How drones are branching out with forestry

Mar 14, 2017 3:14:17 PM

drones forestry

Using a new technology such as UAVs – also known as drones – in the forestry sector was inevitable. Since Canada has forest coverage of up to 40 per cent of its land mass, any new method to make the task of managing this sustainable resource easier is welcomed with open arms.

For the forestry sector, using UAVs has made complex tasks faster, less expensive and more accurate. These tasks include, but are not limited to:  

SpectreUAV_FallForest-379336-edited.png     - Inventory assessment

     - Volume estimation

     - Logging surveillance

     - Damage evaluation

     - Forest fire hotspot detection

     - Forest health monitoring

     - Tree counting

     - Tree height detection

Although the temptation is to use prosumer UAVs in forestry, it has been found that professional UAVs and companies that specialize in data collection are far more capable, and flexible, to meet the specific needs of the forest sector. The improvements in the quality of the data collection, area coverage, and speed are enough to convince interested observers that the professional service providers are worth the investment. 

Read also: The sky's the limit: Construction and the future of drone tech

A professional UAV service provider should be always be in full compliance with the evolving Transport Canada regulations, carry a comprehensive aviation and liability insurance plan (Spectre UAV Inc. carries $2 million in coverage), have dedicated data processing software/hardware, and be open to discussing their equipment, experiences, and limitations.

Spectre UAV Inc. uses professional-grade UAV platforms exclusively, such as the Sensefly eBee fixed-wing. The eBee was chosen because it provides features such as: 


     - Flexibility in changing the specialized payloads

     - Extended flight time (versus multi-rotor UAVs)

     - Real time kinematic (RTK) integration, making sub-cm geo-referencing possible

     - Transport Canada compliant UAV


Of the many advantages to using UAVs, one specific ability is operating in areas at low altitudes that were previously considered difficult or not economically feasible to access by helicopter or airplane.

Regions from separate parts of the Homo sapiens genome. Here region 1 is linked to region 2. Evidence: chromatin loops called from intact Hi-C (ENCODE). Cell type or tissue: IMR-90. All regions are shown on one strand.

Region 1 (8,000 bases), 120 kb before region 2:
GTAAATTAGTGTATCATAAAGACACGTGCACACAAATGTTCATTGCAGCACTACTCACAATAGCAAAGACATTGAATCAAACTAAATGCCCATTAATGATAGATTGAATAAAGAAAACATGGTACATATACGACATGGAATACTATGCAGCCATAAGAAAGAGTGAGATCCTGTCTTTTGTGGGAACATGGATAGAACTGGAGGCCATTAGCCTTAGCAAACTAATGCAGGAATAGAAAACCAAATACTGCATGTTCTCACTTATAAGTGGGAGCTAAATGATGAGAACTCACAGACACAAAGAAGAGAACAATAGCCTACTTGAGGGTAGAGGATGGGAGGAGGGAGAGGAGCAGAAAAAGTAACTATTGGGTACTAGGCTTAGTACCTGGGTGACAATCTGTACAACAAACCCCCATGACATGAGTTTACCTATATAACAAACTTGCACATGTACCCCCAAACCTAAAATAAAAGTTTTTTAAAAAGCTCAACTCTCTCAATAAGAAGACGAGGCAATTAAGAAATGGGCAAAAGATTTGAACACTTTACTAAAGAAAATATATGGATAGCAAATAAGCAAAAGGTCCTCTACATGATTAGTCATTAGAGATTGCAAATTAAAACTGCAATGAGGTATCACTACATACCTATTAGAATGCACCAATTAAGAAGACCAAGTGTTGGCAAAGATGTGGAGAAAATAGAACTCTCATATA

As part of their data collection service offerings, Spectre UAV Inc. uses a variety of sensors, whether it be a dedicated photogrammetry camera (capable of providing 1.5 cm/pixel), a thermal imager, or a multispectral sensor (NIR, Red-Edge, Red, and Green bands), to provide detailed data reports and models, which can be used by the forester to plan accordingly.

One tip to keep in mind is that to collect proper data, the UAV user should be mindful of the angle of the sun, as this will have a direct impact on any readings. Using sensors that have sunshine irradiance built-in, such as the Parrot Sequoia that Spectre UAV Inc. uses, will also improve the quality of the multispectral readings of the forest, which will help detect tree stress. The effect of the season (summer or fall) should also be accounted for, as this will impact the tree canopy, and subsequently, the data collected.

Most UAV data can be far more useful than that obtained by alternate means, such as satellite. Satellite data has far lower resolution, is subject to obscuration by cloud cover, and can be outdated (months, or even years in some areas), making UAV data collection a far more appealing choice for the forestry sector.

Spectre UAV Inc. specializes in industrial UAV services, with focus on agriculture, environmental, forestry, and is constantly researching and testing new data collection methods. | ph: 844-210-2950

Photos courtesy Spectre UAV Inc.

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